This blog is not designed to diagnose, treat, or prevent illnesses or trauma, and Dr. Emick is not responsible for your use of this educational material or its consequences. Furthermore, reading this blog does not create a doctor-patient relationship. The information contained within this blog is not intended to dictate what constitutes reasonable, appropriate, or best care for any given physical or behavioral health issue, nor does it take into account the unique circumstances that define the health issues of the reader. If you have questions about the diagnosis, treatment, or prevention of a condition or illness, you should consult your personal health care professional. As always, consult with your personal health care professional before beginning or changing any fitness or nutrition program to make sure that it is appropriate for your needs. Dr. Emick reserves the right to modify her positions on a subject based upon new research or data as it presents.

 

Mindfulness

I like the writings of Thích Nhất Hạnh as they are relevant, relatable, and easily understood. You thought I was going to recommend another lecture series, didn’t you?! In his book, The Miracle of Mindfulness: An Introduction to the Practice of Meditation, Thích Nhất Hạnh introduces the practice of meditation, with a focus on breathing. All of us breathe. Therefore, all of us can benefit from considering our breaths. How many times have you seen a decorative wall hanging that states, “just breathe”? The age-old remedy for hyperventilation is to breathe into a paper bag. Young children are told to pretend to blow out birthday candles to calm down, and adults to take a few deep breaths. Although aware of the importance of breathing, not just for physical survival, but for emotional survival as well, we often lose sight of the power of simply breathing. In addition to its focus on breathing, as described by the publisher, “In this beautiful and lucid guide, Zen master Thích Nhất Hạnh offers gentle anecdotes and practical exercises as a means of learning the skills of mindfulness – being awake and fully aware. From washing the dishes to answering the phone to peeling an orange, he reminds us that each moment holds within it an opportunity to work toward greater self-understanding and peacefulness.”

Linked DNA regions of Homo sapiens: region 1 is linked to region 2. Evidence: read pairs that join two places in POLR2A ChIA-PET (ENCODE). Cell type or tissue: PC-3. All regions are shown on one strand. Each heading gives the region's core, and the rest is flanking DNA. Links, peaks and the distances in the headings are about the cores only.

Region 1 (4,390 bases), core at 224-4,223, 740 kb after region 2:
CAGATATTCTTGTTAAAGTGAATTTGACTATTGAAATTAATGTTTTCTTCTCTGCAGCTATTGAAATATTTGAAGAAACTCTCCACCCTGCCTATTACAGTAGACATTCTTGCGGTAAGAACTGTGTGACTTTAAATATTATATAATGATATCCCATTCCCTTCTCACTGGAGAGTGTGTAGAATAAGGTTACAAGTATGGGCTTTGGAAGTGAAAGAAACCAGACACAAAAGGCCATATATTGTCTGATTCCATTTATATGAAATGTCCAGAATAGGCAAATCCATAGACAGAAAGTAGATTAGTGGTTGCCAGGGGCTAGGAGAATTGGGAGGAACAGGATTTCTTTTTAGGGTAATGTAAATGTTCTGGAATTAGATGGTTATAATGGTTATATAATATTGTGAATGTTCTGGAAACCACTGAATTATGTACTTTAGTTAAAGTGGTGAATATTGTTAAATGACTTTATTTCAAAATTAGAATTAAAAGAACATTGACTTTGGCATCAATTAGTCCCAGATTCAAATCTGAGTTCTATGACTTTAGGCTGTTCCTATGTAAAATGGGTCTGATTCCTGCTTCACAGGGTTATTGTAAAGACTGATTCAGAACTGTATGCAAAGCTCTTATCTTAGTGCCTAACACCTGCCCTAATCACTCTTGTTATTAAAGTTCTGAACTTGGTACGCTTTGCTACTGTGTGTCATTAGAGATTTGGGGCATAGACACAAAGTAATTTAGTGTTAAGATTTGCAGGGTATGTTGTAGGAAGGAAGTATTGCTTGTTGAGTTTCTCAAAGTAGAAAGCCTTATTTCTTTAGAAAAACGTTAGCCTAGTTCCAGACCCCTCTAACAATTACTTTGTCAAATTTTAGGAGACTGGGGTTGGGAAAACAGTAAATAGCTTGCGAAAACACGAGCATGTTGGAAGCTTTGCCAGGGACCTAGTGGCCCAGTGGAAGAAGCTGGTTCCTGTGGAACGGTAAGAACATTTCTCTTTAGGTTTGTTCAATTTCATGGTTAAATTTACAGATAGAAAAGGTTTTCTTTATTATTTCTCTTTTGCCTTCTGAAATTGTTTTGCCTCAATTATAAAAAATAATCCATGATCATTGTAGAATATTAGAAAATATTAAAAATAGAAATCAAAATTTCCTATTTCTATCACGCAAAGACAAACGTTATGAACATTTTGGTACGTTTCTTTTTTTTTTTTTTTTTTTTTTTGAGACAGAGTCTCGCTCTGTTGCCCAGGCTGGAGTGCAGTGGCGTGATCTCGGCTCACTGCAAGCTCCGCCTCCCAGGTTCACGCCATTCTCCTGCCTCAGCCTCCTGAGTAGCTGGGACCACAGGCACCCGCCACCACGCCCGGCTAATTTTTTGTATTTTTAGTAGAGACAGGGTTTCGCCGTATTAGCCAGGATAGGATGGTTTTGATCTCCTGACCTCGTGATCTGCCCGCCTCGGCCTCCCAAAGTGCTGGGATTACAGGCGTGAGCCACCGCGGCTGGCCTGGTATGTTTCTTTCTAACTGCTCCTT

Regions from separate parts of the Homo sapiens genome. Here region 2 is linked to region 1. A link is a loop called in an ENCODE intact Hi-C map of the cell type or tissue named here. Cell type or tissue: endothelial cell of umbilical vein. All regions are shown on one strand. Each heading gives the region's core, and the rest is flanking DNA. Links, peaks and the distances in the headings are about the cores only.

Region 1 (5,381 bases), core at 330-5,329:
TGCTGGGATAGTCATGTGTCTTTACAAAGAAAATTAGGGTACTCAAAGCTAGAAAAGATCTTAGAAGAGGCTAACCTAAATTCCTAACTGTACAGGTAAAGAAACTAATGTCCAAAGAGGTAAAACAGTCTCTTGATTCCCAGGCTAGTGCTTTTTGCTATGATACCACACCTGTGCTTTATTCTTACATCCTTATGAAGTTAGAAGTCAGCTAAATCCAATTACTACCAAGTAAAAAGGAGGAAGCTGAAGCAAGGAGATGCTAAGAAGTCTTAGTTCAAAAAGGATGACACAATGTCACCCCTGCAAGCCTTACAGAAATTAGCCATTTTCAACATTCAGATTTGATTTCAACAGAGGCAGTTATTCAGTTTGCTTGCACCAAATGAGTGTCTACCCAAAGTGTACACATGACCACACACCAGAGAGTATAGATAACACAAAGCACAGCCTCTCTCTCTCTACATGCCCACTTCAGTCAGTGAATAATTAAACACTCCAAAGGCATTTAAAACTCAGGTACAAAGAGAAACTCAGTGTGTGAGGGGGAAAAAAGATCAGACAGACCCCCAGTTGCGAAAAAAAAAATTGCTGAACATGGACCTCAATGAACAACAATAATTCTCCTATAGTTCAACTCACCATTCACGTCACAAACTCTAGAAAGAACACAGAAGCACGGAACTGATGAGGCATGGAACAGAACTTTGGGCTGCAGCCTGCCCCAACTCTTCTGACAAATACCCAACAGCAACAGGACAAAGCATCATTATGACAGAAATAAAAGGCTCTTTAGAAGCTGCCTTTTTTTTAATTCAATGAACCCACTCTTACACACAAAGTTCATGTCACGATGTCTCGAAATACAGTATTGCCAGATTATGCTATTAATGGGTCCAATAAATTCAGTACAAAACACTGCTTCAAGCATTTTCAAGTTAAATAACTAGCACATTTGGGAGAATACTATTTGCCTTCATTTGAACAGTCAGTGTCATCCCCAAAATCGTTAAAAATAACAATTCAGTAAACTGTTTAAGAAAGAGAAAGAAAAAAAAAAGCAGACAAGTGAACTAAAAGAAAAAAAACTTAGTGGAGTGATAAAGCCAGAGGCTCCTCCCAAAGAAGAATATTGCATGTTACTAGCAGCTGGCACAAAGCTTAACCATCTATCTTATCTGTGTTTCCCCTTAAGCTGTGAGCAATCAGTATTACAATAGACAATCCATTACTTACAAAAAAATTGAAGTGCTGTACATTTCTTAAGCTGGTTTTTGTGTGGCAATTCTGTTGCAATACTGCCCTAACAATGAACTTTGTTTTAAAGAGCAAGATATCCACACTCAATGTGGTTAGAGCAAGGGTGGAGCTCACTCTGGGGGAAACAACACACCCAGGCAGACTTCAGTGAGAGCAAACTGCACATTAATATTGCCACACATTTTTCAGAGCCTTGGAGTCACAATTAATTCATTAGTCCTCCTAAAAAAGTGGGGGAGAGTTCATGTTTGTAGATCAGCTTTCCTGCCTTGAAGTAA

We’ve already reviewed breathing techniques, as well as other forms of relaxation, in preparation for this. We’ll be focusing on mindfulness, and on breathing, for the next several weeks.

This blog is not designed to diagnose, treat, or prevent illnesses or trauma, and Dr. Emick is not responsible for your use of this educational material or its consequences. Furthermore, reading this blog does not create a doctor-patient relationship. The information contained within this blog is not intended to dictate what constitutes reasonable, appropriate, or best care for any given physical or behavioral health issue, nor does it take into account the unique circumstances that define the health issues of the reader. If you have questions about the diagnosis, treatment, or prevention of a condition or illness, you should consult your personal health care professional. As always, consult with your personal health care professional before beginning or changing any fitness or nutrition program to make sure that it is appropriate for your needs. Dr. Emick reserves the right to modify her positions on a subject based upon new research or data as it presents.